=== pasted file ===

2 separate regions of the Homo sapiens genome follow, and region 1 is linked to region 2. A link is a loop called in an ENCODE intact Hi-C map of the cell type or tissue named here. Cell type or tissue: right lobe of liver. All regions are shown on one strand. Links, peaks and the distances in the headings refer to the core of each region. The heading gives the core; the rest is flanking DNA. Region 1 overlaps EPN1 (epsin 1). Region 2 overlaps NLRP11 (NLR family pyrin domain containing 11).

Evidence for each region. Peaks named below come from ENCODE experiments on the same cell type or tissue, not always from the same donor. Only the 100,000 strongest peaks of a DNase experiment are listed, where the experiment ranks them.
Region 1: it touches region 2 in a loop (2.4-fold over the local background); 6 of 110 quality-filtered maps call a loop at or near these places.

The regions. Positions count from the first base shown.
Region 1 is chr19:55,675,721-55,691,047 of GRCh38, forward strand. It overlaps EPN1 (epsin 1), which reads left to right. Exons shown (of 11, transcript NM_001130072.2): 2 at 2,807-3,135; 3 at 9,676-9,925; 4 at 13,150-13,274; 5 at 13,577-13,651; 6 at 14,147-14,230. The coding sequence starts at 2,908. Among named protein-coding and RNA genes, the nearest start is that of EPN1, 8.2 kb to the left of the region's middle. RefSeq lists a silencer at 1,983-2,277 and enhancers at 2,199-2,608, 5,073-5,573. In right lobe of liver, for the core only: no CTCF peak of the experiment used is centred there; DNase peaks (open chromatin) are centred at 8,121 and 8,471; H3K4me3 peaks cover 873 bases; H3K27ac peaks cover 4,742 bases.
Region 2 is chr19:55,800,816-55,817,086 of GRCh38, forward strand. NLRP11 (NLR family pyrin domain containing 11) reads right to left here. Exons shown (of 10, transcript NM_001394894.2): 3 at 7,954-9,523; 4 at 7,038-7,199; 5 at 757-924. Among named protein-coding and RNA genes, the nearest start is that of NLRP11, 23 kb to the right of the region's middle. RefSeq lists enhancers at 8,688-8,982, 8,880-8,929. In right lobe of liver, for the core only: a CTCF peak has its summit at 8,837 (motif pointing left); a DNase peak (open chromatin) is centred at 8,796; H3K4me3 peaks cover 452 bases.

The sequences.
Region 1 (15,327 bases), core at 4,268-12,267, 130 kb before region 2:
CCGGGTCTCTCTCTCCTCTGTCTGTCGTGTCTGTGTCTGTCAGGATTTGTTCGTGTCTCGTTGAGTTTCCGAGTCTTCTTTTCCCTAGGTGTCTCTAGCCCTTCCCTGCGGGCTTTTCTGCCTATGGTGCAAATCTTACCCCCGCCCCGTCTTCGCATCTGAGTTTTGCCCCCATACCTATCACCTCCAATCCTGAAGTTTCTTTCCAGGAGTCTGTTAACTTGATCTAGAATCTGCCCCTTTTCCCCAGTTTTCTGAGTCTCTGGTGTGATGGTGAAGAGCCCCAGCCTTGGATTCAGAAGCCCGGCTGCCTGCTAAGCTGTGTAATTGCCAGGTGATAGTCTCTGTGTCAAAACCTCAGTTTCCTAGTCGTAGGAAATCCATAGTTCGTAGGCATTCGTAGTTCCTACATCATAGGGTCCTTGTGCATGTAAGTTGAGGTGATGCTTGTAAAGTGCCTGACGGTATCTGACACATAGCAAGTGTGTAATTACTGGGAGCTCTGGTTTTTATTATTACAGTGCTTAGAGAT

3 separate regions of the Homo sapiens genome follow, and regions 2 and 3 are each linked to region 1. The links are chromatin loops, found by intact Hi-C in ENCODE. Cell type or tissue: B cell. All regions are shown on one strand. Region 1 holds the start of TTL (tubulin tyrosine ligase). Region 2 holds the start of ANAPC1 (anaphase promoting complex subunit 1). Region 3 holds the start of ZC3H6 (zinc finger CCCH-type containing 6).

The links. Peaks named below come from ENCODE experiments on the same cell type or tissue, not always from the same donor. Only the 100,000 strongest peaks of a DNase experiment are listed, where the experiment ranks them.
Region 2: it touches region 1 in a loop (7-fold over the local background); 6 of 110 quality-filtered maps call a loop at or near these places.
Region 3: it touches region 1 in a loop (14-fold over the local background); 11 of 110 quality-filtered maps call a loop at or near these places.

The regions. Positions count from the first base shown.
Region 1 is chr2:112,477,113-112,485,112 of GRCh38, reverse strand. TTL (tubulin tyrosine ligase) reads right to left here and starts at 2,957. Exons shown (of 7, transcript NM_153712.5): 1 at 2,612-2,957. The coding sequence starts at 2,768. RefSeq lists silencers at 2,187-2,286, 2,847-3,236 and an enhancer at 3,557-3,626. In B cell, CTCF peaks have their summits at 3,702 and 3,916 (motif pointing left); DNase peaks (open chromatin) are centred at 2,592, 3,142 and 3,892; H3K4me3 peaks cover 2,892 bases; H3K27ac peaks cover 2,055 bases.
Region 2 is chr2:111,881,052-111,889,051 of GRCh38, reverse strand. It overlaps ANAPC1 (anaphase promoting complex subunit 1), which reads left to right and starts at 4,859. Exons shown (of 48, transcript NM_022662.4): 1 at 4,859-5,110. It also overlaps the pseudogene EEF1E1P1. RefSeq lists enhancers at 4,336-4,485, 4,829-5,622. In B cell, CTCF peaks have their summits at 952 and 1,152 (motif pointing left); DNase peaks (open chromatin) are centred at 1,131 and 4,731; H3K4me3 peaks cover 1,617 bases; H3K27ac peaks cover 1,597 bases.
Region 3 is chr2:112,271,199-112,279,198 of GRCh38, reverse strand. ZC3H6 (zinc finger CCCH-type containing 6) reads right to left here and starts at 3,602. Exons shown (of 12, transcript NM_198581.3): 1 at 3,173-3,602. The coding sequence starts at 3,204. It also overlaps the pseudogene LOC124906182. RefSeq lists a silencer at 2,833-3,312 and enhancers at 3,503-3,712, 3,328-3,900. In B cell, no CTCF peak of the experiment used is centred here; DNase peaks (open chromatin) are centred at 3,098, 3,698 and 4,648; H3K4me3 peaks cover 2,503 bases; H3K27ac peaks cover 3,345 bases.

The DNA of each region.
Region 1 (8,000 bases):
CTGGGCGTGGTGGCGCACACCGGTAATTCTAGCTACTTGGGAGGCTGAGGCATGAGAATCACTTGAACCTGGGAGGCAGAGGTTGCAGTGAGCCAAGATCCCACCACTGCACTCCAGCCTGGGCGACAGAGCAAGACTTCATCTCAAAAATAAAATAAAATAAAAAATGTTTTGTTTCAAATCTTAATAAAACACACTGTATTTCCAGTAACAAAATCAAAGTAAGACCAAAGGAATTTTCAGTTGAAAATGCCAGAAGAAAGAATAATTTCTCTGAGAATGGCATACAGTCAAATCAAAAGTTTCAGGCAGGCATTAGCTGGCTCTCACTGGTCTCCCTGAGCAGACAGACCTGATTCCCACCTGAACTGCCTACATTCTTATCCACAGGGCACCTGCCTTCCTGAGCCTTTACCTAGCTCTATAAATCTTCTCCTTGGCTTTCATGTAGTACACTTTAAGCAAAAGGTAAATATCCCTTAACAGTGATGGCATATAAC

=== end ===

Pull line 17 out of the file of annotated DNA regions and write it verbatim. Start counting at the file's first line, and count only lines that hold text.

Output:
Region 3 is chr2:112,271,199-112,279,198 of GRCh38, reverse strand. ZC3H6 (zinc finger CCCH-type containing 6) reads right to left here and starts at 3,602. Exons shown (of 12, transcript NM_198581.3): 1 at 3,173-3,602. The coding sequence starts at 3,204. It also overlaps the pseudogene LOC124906182. RefSeq lists a silencer at 2,833-3,312 and enhancers at 3,503-3,712, 3,328-3,900. In B cell, no CTCF peak of the experiment used is centred here; DNase peaks (open chromatin) are centred at 3,098, 3,698 and 4,648; H3K4me3 peaks cover 2,503 bases; H3K27ac peaks cover 3,345 bases.